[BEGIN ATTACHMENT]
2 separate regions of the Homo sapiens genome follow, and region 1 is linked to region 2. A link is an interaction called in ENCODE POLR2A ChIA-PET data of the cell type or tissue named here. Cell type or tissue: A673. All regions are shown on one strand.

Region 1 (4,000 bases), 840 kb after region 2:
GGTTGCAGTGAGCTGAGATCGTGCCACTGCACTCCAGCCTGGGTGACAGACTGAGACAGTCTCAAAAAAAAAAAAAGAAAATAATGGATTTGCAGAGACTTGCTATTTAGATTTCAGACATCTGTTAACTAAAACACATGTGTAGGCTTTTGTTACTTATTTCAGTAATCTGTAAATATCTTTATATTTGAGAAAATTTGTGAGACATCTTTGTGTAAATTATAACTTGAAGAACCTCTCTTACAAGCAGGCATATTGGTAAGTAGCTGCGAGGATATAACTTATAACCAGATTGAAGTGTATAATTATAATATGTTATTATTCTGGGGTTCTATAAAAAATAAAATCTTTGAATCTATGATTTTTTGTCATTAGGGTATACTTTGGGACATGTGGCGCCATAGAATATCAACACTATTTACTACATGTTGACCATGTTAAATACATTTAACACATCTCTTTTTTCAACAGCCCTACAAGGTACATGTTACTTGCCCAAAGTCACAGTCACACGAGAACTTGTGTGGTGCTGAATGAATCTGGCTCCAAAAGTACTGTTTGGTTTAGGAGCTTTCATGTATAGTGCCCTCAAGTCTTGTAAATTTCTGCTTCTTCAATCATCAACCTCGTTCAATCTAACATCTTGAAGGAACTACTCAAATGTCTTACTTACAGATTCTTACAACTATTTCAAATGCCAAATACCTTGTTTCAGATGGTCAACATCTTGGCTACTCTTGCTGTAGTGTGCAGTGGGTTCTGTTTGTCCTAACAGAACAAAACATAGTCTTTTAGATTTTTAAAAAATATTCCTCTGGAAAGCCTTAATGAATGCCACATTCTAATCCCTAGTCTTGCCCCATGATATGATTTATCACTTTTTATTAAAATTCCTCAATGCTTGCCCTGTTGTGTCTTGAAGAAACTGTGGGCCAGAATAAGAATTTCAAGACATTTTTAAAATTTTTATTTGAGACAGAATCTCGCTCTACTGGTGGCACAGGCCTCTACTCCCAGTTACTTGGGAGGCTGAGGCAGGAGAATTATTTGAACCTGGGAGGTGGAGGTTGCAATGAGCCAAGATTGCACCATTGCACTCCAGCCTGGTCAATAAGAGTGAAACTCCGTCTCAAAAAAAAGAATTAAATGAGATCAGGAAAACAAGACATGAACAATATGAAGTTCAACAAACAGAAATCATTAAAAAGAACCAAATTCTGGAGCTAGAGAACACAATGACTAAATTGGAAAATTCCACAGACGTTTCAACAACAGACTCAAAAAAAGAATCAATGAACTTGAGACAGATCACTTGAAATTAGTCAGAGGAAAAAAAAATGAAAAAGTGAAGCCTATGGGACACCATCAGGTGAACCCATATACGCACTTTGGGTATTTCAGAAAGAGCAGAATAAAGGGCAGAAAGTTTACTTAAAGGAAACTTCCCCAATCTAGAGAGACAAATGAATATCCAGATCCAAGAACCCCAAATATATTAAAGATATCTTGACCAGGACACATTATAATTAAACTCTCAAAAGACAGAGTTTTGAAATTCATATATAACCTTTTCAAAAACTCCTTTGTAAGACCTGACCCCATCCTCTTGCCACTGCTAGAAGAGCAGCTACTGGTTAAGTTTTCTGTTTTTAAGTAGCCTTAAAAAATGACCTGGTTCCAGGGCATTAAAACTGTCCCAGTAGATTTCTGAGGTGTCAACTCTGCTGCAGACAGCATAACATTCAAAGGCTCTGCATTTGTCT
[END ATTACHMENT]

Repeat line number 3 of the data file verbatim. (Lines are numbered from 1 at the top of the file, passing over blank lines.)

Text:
GGTTGCAGTGAGCTGAGATCGTGCCACTGCACTCCAGCCTGGGTGACAGACTGAGACAGTCTCAAAAAAAAAAAAAGAAAATAATGGATTTGCAGAGACTTGCTATTTAGATTTCAGACATCTGTTAACTAAAACACATGTGTAGGCTTTTGTTACTTATTTCAGTAATCTGTAAATATCTTTATATTTGAGAAAATTTGTGAGACATCTTTGTGTAAATTATAACTTGAAGAACCTCTCTTACAAGCAGGCATATTGGTAAGTAGCTGCGAGGATATAACTTATAACCAGATTGAAGTGTATAATTATAATATGTTATTATTCTGGGGTTCTATAAAAAATAAAATCTTTGAATCTATGATTTTTTGTCATTAGGGTATACTTTGGGACATGTGGCGCCATAGAATATCAACACTATTTACTACATGTTGACCATGTTAAATACATTTAACACATCTCTTTTTTCAACAGCCCTACAAGGTACATGTTACTTGCCCAAAGTCACAGTCACACGAGAACTTGTGTGGTGCTGAATGAATCTGGCTCCAAAAGTACTGTTTGGTTTAGGAGCTTTCATGTATAGTGCCCTCAAGTCTTGTAAATTTCTGCTTCTTCAATCATCAACCTCGTTCAATCTAACATCTTGAAGGAACTACTCAAATGTCTTACTTACAGATTCTTACAACTATTTCAAATGCCAAATACCTTGTTTCAGATGGTCAACATCTTGGCTACTCTTGCTGTAGTGTGCAGTGGGTTCTGTTTGTCCTAACAGAACAAAACATAGTCTTTTAGATTTTTAAAAAATATTCCTCTGGAAAGCCTTAATGAATGCCACATTCTAATCCCTAGTCTTGCCCCATGATATGATTTATCACTTTTTATTAAAATTCCTCAATGCTTGCCCTGTTGTGTCTTGAAGAAACTGTGGGCCAGAATAAGAATTTCAAGACATTTTTAAAATTTTTATTTGAGACAGAATCTCGCTCTACTGGTGGCACAGGCCTCTACTCCCAGTTACTTGGGAGGCTGAGGCAGGAGAATTATTTGAACCTGGGAGGTGGAGGTTGCAATGAGCCAAGATTGCACCATTGCACTCCAGCCTGGTCAATAAGAGTGAAACTCCGTCTCAAAAAAAAGAATTAAATGAGATCAGGAAAACAAGACATGAACAATATGAAGTTCAACAAACAGAAATCATTAAAAAGAACCAAATTCTGGAGCTAGAGAACACAATGACTAAATTGGAAAATTCCACAGACGTTTCAACAACAGACTCAAAAAAAGAATCAATGAACTTGAGACAGATCACTTGAAATTAGTCAGAGGAAAAAAAAATGAAAAAGTGAAGCCTATGGGACACCATCAGGTGAACCCATATACGCACTTTGGGTATTTCAGAAAGAGCAGAATAAAGGGCAGAAAGTTTACTTAAAGGAAACTTCCCCAATCTAGAGAGACAAATGAATATCCAGATCCAAGAACCCCAAATATATTAAAGATATCTTGACCAGGACACATTATAATTAAACTCTCAAAAGACAGAGTTTTGAAATTCATATATAACCTTTTCAAAAACTCCTTTGTAAGACCTGACCCCATCCTCTTGCCACTGCTAGAAGAGCAGCTACTGGTTAAGTTTTCTGTTTTTAAGTAGCCTTAAAAAATGACCTGGTTCCAGGGCATTAAAACTGTCCCAGTAGATTTCTGAGGTGTCAACTCTGCTGCAGACAGCATAACATTCAAAGGCTCTGCATTTGTCT